“Oh, and Paint’s shooting video to promote the class,” I added.
Aunt Eva chuckled as she flipped her sizzling bacon strips. “Not a hardship for Paint, videoing young ladies in nothing but skivvies and tutus.”
I glanced heavenward. “We don’t wear tutus. Our workout clothes show less skin than you do on the Fourth of July.”
Eva cocked an eyebrow. “Could be you’re helping Paint select babes for the weeks he’s not your designated beau.”
I opened the cupboard and grabbed a microwave packet of steel-cut oatmeal. “Paint sees a variety of ladies when we’re not dating, and he knows everyone in this class. No behind-the-camera scouting required.”
“Maybe, but as far as I know, he hasn’t seen any of them with their ankles up around their ears.”
“And he won’t today.”
“If you say so, but I swear my old bones creak just looking at some of those yoga contortions.”
Eva cracked two eggs in the hot bacon grease, while I used our microwave—a new kitchen addition—to thaw my frozen berries and heat the oats. My usual February morning fare. At Udderly, we didn’t chow down until the morning chores were done. That meant I was starved and in dire need of a caffeine injection.
Eva glanced over. “So how’s that boyfriend-for-a-week plan working? Who’s ahead in the Brie Hooker heart throb race? Any close calls on the clothing discard clause?”
I smiled. “Paint and Andy try to outdo each other in dreaming up ways to initiate a striptease. Despite their enterprising efforts, the nude- default clause remains unchallenged.”
Last November, I’d agreed to this bizarre boyfriend pact with Andy Green, our veterinarian, and David “Paint” Paynter, an entrepreneurial moonshiner. Though strongly attracted to both thirty-four-year-old hunks, I’d sworn I’d date neither. Didn’t want to lose them as friends or come between them. They’d been best buds for thirty years, practically since they left diapers.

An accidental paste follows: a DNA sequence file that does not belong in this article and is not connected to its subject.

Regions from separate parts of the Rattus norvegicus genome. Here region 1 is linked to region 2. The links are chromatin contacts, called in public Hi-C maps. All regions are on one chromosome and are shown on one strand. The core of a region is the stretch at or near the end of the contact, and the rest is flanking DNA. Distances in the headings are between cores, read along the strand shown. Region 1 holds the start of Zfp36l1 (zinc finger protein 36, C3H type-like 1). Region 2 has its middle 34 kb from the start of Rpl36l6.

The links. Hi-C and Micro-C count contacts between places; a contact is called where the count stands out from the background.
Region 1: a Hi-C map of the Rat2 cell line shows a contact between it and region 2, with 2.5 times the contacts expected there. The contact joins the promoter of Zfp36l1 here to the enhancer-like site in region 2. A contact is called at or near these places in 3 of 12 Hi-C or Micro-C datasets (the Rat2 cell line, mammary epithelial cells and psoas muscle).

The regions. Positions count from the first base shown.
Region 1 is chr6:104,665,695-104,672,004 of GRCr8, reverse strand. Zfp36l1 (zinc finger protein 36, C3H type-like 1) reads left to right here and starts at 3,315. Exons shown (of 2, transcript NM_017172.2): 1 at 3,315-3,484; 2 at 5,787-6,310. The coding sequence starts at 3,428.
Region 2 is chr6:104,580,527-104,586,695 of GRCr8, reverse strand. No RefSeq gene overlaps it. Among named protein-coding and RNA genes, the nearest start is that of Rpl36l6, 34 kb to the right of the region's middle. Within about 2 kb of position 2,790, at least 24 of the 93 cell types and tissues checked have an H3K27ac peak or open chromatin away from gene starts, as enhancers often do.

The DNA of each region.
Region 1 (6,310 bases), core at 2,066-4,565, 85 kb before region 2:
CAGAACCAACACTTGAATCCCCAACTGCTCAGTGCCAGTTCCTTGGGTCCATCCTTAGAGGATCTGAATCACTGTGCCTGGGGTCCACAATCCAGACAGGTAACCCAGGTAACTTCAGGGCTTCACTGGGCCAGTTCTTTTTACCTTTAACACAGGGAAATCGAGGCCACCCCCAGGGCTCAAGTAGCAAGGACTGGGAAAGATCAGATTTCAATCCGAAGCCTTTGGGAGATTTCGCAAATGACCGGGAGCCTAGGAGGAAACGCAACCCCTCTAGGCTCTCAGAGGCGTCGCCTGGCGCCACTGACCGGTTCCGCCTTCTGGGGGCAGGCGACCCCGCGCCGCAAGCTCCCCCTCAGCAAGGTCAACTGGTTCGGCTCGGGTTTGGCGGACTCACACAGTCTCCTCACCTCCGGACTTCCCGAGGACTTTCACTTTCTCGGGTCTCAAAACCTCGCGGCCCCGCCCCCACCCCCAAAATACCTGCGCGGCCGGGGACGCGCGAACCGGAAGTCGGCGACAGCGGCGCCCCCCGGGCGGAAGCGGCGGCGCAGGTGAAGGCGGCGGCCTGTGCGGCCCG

The boys came up with an alternative. I’d date Paint one week, Andy the next, until either I selected a fulltime beau, one of them opted out, or a ridiculous nudity clause kicked in. If I disrobed on any date, the magician who assisted in making my clothes disappear would win by default. Both men swore the arrangement would not affect their friendship.
Me? I felt like I’d been locked in a chastity belt. Foreplay’s a lot less fun when there’s no after.
“You know it can’t last, don’t you?” Aunt Eva asked, giving voice to my own misgivings.
“Yep, I do. But like today’s sunny warmth—way too early for mid- February—I’ll enjoy it while I can.”
Jayla Johnson, our tall, willowy teacher waved as she walked toward me. Had to admit Paint would get an eyeful watching her stretch every which way. He was male, and Jayla was a stunner. As a shorty—I’m five four—I’d always envied long-legged ladies like Jayla. Somehow those extra inches made them look cool and sophisticated.
Luckily, Jayla wasn’t in the running to join Paint’s off-week harem. She was happily married to one of Clemson University’s football coaches and had a darling three-year-old son.
“Do we have a plan B?” Jayla glanced up at the Carolina blue sky. “It’s really warm for February, but the ground’s too muddy to put our mats down in a pasture. After five minutes, we’d look like we’d been mud wrestling.”
“Agreed. It’d be a shame to get that outfit muddy.” Jayla looked like an Oreo cookie, her ebony skin a sharp contrast to her snowy outfit. “I did warn you baby goats aren’t potty-trained, didn’t I? Accidents can happen.” “Not to worry.” Jayla smiled. “My laundry room has one whole shelf devoted to stain removers for husband-son accidents. So where are we setting up?”